Oh yeah, I should add that many of those “englished” Latin words were actually new by the time the original translations came out; they hadn’t existed in English before, and a few of them haven’t seen wide use since (‘prevarication’). Imagine reading a Bible filled with all these newly-invented words. It’s almost really like reading A Clockwork Orange with all the Nadsat slang. :smiley: (But then again, educated literate people in those days - the ones who’ll be reading the translation - have an advantage over us because they actually learned Latin. So it’s totally an unfamiliar territory.)

What most people think of as the Douay Rheims is the Challoner revision. Few realize that much of the Challoner revision is based on the King James Version which was checked against the Vulgate and adjusted as needed. The Challoner revision still uses the name Douay Rheims.

Yep. Bishop Challoner was a convert from the CofE and thus, was familiar with the KJV. He made the language closer to the KJV, dropping the hard Latin words along the way.


#13

I’ve always pronounced it as written: ‘CHA-loh-NER’. But then again, I’m not a native English speaker. :stuck_out_tongue:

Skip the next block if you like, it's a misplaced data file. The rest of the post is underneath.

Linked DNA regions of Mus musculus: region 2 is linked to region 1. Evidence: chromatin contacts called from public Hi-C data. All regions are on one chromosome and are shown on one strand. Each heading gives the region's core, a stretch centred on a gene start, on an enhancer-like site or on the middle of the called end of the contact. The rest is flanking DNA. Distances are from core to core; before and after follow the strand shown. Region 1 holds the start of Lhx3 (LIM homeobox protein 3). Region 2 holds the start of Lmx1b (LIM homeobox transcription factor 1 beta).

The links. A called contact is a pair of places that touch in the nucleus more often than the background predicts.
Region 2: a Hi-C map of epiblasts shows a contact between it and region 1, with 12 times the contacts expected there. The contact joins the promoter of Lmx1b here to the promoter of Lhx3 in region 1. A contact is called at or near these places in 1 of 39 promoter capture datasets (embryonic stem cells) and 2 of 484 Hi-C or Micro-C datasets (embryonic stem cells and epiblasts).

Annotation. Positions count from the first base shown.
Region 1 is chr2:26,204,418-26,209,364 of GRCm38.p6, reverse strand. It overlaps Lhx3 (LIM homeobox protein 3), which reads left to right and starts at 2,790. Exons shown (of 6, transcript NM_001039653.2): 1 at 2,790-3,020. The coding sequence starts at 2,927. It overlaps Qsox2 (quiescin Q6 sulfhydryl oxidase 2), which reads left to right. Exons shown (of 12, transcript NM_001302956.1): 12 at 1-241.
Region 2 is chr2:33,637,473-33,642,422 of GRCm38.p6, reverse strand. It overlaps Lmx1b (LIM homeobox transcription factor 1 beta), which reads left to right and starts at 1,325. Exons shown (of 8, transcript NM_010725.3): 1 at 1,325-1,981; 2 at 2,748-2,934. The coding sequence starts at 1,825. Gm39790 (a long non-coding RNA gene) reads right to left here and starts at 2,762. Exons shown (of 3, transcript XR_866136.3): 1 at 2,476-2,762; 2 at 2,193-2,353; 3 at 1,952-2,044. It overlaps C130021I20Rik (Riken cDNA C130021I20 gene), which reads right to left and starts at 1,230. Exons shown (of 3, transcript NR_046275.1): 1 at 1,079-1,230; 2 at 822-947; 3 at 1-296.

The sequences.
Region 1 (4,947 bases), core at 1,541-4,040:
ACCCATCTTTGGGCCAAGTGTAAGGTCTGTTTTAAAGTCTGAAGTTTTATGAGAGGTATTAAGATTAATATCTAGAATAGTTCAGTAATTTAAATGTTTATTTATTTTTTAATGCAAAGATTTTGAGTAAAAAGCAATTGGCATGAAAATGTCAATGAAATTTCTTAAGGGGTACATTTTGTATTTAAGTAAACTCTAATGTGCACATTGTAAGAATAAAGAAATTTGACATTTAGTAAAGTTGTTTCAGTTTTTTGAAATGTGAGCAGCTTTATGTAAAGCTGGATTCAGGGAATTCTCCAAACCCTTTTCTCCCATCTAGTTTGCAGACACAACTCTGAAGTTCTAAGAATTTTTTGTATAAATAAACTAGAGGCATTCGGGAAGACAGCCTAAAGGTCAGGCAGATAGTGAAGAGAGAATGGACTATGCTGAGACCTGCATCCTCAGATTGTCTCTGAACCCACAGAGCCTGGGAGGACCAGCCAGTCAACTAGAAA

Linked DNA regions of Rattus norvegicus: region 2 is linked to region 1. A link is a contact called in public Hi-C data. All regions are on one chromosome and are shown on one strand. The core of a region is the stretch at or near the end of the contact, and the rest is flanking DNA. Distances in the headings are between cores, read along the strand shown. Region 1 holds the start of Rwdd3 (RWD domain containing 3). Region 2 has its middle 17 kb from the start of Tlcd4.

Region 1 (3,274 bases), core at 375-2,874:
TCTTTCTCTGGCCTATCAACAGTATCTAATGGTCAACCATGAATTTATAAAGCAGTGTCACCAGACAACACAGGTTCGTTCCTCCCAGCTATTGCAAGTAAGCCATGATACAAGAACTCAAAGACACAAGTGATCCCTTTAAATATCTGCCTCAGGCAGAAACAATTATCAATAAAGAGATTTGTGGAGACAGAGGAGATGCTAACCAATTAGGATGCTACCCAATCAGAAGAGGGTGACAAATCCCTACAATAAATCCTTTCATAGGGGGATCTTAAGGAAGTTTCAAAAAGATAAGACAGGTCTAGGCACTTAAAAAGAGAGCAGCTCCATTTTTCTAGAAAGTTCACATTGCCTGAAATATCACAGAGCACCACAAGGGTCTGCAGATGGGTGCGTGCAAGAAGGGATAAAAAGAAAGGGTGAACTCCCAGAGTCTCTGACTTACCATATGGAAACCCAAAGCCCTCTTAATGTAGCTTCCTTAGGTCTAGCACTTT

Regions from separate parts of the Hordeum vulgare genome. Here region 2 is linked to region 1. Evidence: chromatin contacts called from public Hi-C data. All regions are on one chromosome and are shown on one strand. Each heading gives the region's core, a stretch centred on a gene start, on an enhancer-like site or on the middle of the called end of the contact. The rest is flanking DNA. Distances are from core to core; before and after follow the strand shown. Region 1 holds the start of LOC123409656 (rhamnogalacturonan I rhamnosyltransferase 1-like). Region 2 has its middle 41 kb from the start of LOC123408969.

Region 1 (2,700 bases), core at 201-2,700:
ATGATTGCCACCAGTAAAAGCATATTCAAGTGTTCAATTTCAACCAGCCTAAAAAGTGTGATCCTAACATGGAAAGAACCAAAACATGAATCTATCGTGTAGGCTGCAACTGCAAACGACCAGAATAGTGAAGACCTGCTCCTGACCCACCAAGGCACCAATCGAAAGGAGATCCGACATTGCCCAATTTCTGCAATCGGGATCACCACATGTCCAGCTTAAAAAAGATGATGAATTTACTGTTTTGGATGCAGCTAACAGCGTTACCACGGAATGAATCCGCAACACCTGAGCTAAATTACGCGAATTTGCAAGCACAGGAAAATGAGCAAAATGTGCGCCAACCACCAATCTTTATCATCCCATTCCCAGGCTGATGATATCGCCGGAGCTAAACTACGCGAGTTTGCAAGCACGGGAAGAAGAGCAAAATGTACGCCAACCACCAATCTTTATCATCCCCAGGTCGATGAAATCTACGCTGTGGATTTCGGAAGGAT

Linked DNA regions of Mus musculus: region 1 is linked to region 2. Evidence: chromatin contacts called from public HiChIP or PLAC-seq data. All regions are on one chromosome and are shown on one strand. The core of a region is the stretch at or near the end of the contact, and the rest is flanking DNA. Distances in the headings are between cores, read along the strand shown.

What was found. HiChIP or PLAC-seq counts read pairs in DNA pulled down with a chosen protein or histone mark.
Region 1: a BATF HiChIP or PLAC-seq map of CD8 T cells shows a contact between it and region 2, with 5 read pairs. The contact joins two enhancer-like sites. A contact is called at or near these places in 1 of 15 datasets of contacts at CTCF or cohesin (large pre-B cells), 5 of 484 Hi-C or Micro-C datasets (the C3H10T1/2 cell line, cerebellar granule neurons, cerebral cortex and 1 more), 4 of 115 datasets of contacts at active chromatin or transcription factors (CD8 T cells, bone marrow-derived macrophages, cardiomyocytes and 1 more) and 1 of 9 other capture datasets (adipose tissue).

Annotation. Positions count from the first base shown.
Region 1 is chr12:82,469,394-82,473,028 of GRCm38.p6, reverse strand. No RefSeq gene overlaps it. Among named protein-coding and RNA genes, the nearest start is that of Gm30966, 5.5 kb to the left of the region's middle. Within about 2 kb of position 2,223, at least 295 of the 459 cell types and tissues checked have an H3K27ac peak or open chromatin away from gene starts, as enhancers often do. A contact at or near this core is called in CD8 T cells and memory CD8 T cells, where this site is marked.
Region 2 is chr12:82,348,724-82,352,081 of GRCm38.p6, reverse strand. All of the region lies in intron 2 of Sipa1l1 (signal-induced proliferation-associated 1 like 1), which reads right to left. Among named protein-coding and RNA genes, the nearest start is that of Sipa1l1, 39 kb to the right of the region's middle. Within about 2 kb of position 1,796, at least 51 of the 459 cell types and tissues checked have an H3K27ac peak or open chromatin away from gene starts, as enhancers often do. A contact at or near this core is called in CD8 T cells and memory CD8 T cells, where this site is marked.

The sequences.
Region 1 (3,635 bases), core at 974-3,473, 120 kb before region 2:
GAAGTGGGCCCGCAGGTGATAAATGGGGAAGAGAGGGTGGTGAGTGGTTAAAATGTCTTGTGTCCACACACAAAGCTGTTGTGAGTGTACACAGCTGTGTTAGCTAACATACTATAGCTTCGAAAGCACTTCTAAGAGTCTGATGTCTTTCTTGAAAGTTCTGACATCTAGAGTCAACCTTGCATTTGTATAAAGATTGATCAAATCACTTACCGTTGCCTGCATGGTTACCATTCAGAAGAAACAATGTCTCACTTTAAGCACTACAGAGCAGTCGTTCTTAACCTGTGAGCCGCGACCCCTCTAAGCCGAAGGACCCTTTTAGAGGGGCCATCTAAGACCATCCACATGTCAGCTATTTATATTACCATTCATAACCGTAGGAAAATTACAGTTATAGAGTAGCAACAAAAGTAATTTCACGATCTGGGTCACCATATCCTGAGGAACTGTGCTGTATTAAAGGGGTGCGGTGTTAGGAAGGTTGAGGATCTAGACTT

#14

I am the OP . Thank you for the many comments. I have recently bought a new copy of this Bible.

'prevarication ’ is a part of my normal vocabulary :slight_smile:


#15

I have always pronounced it to rhyme with challenger. I know some English book dealers, and that is how they pronounced it. :slight_smile:

Patrick: "I don’t like the Haydock much either, but well, to be fair, it is a product of its time. People were generally more candid and polemical in those days. "

Yes, that is true. However, this IS a subforum of the Apologetics forum, so IMHO, it doesn’t hurt to be familiar with old Catholic apologetics. There are many reasons for this. But basically, the same accusations are made by Protestants today, that were made centuries ago. So the same rebuttals work. :wink:

American Catholics, generally speaking, are way too ignorant of other religions and their teachings, not to mention their own Catholic doctrines, and the foundations for them. That is why American Catholics are SUCH AN EASY TARGET for the evangelicals. :frowning:


#16

I have the Douay-Rheims (Challoner revision) because I felt like it was a safe bet.